THE pension scheme for members of Parliament is too generous, a Bristol MP claims.
Pensions Minister Steve Webb believes members of parliament should be forced to pay higher contributions.
Under the current system, backbenchers can retire after 20 years’ service with an index-linked pension of half their £65,000-a-year annual salary.
They put in just over 11 per cent of their pay, while the taxpayer contributes 25 per cent — making it far more attractive than most public and private sector schemes.
But moves to reform the system and bring it in line with those used by normal members of the public have to date floundered on the fact that some MPs are keen to preserve their perk and have resisted calls for change.
Asked by a Sunday newspaper whether they should be forced to make higher contributions, Thornbury and Yate Webb said: “Absolutely. Unreservedly so.”
The Independent Parliamentary Standards Authority (IPSA) is considering how the parliamentary pension scheme should be reformed.
Mr Webb hinted that MPs should not be spared from having to put more into their pension pots in the same way as other public sector workers. He added that the age at which MPs qualified for their pensions should also be raised.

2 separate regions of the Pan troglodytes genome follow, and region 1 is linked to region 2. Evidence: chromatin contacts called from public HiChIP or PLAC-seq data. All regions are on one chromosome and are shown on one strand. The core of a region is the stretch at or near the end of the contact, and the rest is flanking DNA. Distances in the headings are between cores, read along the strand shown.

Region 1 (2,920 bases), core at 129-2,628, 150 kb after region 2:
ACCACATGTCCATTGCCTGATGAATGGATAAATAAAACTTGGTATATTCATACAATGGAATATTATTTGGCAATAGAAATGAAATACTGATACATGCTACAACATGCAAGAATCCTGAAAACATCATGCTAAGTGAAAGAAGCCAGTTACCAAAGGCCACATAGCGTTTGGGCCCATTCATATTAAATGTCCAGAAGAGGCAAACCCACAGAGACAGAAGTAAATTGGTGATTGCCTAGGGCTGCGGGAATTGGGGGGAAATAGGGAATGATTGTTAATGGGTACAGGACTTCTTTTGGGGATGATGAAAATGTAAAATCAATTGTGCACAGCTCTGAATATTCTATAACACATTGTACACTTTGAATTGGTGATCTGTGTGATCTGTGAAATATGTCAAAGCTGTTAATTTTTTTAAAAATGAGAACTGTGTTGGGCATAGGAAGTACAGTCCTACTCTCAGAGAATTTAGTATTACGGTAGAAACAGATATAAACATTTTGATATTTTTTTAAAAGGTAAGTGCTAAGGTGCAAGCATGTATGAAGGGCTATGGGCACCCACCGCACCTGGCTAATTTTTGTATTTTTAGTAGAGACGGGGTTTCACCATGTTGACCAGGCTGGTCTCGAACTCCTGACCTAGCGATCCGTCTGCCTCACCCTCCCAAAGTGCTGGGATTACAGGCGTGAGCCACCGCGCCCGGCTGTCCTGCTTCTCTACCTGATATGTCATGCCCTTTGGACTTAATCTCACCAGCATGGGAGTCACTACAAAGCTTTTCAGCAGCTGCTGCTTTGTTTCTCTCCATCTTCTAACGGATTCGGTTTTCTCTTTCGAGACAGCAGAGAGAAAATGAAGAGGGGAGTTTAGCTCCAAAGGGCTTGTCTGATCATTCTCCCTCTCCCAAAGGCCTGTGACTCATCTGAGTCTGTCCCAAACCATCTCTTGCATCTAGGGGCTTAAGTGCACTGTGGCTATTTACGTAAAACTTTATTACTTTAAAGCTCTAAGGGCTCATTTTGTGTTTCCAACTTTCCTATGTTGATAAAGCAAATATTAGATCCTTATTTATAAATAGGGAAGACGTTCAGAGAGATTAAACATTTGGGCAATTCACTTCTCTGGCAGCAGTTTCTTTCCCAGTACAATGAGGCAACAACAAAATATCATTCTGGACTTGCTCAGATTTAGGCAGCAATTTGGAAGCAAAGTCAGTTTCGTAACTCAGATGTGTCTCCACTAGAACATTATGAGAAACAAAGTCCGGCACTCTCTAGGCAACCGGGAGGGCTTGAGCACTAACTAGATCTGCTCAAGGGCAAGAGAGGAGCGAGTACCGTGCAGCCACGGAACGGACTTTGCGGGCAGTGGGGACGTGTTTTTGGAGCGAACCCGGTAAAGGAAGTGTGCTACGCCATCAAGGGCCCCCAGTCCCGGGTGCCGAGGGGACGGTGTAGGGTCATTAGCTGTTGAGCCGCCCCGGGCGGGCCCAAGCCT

“IPSA will make the decision, but I know what I think. It’s clear where we should end up. It would look very odd if we insulated ourselves,” he said.
In a wide-ranging interview, the minister of state, who works closely with Iain Duncan Smith, emphasised the government’s also wanted to be fairer to women when it comes to pensions.
Many women lose out because of the career breaks they take to have children, meaning they do not qualify for earnings-related top-ups.
On average, women receive about £130 a week, compared with £160 a week for men. Ministers plan to tackle this problem by introducing a flat rate for both sexes.
Mr Webb also said that a solution would be found to the row about 33,000 women in their late fifties who face having to work an extra two years to qualify for pensions when the state retirement age for women rises from 60 to 65 by 2018, part of the process of equalising it.
“We do recognise that there is a particular group most affected, and we are willing to work to get the transition right,” he said.
On the controversial proposal to cap at £26,000 the amount of benefit any individual can receive, Webb said he supported the changes, but called for some flexibility over the cap.